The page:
Nov 2013 note: Since this popular post was written I’ve kept pushing my search for better explanations. It’s basically a very simple universal principle for how growth leads to stability. Every successful ‘project’ in nature, of any kind or scale, starts with using its resources to build more access to resources, expanding on itself, and then stabilizes by changing its strategy before it is overbuilt. It’s easy to recognize that turning point in one’s own projects or new relationships. It’s that point when you “have enough to manage” and can turn to bringing it to fruition, not taking on more for seeing good reason to secure what you already have. Taking on more for no reason would threaten what you began.
As a shift from taking territory to homemaking
Your self-investment strategy begins with searching for how to expand on a great beginning, using gains to expand your gains, and is uninhibited at first. It’ll only succeed if sensitive to the approaching need to stabilize and switch to “homemaking”, and creating a secure “niche” in the environment for what was built. What changes in the investment strategy is its “targeting radar” for the best use of its resources.
As the organization is built up it first prospers by expanding its control of its environment, creating new internal organization and overhead costs. The value of building by bigger and bigger steps (creating more overhead while depleting the availability of resources) naturally reverses. Then like homemakers who “see success in sight”, the radar shifts to caring for what they built as a whole and that “near environment” it needs to be secure. It’s a switch from taking territory and building bigger things, to caring for how things fit together and work smoothly throughout the whole, from aggression to caring.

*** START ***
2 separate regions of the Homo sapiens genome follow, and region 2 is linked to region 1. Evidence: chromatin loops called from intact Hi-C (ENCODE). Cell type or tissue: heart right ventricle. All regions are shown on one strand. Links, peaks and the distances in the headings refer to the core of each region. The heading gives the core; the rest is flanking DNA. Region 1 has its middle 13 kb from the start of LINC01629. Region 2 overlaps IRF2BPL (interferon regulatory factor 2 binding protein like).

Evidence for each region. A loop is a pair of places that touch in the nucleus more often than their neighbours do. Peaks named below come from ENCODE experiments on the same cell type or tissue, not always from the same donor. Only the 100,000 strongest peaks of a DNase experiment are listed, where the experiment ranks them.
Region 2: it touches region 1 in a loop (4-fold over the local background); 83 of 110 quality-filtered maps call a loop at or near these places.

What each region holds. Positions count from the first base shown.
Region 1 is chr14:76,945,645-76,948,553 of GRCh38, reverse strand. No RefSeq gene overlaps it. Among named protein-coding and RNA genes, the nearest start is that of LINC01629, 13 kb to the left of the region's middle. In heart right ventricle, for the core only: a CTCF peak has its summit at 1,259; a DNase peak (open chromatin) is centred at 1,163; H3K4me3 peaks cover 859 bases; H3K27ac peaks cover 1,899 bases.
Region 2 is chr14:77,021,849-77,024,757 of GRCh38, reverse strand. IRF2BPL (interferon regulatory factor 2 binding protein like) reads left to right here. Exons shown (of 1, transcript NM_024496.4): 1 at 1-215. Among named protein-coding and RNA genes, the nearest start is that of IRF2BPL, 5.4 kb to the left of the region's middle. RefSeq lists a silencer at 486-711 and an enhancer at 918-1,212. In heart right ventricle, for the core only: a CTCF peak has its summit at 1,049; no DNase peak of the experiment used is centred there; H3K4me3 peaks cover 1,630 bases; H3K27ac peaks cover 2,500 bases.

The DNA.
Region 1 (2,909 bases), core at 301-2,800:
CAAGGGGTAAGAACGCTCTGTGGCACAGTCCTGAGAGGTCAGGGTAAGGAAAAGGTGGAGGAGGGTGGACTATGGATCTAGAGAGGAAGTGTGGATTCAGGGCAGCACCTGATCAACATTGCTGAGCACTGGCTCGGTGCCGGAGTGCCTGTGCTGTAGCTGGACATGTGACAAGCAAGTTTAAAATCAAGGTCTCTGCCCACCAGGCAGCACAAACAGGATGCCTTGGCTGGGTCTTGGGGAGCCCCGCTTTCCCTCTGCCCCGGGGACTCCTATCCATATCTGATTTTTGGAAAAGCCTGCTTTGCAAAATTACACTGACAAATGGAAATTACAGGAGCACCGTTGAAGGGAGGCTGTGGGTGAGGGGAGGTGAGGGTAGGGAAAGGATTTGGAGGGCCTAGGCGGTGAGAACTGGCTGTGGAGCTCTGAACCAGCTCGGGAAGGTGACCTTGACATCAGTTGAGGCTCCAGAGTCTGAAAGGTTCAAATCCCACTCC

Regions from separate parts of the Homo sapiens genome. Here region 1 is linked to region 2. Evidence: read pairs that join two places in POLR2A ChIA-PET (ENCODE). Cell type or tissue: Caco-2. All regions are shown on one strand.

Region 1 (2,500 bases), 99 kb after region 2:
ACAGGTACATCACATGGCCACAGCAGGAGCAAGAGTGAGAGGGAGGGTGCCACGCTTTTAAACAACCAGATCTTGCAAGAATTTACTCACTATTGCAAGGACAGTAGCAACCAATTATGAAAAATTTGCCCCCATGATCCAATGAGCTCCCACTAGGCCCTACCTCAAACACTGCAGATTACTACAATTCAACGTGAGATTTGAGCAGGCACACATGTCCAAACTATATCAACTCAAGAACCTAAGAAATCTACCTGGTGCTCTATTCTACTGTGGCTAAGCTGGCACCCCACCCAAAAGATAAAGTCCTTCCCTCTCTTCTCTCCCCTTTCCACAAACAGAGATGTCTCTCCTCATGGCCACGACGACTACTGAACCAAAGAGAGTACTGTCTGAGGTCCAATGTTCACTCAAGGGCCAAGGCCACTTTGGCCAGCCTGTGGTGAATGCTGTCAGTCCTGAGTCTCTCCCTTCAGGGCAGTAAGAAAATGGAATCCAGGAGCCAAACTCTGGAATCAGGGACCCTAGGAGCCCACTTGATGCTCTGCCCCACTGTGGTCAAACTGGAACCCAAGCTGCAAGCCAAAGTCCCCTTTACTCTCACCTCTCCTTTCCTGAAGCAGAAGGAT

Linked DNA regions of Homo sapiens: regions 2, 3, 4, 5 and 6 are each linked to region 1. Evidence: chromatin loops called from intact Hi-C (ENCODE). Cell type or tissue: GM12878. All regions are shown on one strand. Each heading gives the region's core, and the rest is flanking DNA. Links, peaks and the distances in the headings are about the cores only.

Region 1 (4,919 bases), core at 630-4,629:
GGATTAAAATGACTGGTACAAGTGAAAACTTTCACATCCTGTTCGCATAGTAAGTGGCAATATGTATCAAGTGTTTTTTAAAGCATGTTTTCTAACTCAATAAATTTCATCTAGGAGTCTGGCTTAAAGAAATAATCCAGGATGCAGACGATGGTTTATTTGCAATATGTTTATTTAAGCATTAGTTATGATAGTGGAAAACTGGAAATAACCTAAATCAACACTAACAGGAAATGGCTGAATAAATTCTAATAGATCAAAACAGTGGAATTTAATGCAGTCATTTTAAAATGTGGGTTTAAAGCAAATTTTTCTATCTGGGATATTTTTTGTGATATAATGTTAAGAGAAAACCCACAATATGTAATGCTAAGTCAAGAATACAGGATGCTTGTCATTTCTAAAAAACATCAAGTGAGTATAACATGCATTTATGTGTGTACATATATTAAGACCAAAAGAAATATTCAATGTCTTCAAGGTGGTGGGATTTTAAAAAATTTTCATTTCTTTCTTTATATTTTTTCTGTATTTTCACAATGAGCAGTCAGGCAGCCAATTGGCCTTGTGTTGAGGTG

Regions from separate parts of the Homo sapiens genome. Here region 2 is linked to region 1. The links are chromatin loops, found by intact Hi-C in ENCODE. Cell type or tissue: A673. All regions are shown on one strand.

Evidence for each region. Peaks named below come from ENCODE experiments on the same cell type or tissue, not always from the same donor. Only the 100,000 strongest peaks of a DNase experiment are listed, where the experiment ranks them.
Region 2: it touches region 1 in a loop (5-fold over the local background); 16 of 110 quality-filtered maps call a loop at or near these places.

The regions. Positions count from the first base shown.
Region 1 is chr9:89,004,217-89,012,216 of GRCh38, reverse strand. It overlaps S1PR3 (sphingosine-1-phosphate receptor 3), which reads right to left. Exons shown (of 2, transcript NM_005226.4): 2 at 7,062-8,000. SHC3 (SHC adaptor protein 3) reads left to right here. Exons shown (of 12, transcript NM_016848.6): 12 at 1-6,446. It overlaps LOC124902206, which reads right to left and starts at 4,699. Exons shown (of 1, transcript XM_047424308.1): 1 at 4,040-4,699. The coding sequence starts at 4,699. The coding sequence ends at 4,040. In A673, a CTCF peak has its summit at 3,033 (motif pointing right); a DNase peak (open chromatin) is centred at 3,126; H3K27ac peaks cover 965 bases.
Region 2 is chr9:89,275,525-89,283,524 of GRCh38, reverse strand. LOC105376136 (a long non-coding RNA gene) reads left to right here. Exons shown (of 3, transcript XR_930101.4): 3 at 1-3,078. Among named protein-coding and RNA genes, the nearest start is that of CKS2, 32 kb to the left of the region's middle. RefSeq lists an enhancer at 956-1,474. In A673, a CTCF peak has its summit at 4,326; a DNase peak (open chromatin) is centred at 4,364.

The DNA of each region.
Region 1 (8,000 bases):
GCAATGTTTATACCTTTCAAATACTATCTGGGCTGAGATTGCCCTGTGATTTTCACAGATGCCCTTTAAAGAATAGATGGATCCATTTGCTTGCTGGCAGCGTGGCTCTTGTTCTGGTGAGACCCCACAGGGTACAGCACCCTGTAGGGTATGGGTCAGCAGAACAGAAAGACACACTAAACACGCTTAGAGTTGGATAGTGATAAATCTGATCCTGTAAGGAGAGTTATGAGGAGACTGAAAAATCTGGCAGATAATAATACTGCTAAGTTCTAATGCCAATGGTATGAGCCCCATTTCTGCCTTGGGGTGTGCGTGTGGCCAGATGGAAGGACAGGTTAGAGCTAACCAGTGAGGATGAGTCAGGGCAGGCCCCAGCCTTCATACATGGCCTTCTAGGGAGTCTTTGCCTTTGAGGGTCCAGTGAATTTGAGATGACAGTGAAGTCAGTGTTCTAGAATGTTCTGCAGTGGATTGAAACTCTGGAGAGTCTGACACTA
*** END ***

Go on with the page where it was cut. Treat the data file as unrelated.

Mar 12 2010: Twenty-five years ago I learned that Keynes had come to the a similar conclusion I then had had, about how to achieve a stable steady state economy. At the same time I found out Ken Boulding, the leading economic theorist and leader of the General Systems Theory community, had been talking about it for decades after Keynes too. But their efforts had gotten culturally buried.
Because it was pure systems ecology, without any cultural roots in the business or finance community, his proposal seemed utterly radical. He first called it “the widow’s cruse” after a biblical story about Elijah giving an old widow an inexhaustible cup of oil and bowl of flower (1, 2).
Keynes’ had realized that capitalism would produce an over-investment crisis when the environment started producing diminishing returns. At that time acting to stabilize growing investment, as his main work had been about, would destabilize the economy as a whole.
The real crisis would come from those with wealth continuing to increase their investment savings and so multiplying their investments and demands on the productive economy for growing returns. The Increasing demands on the non-growing economy would then undermine the economy’s profitability to the breaking point.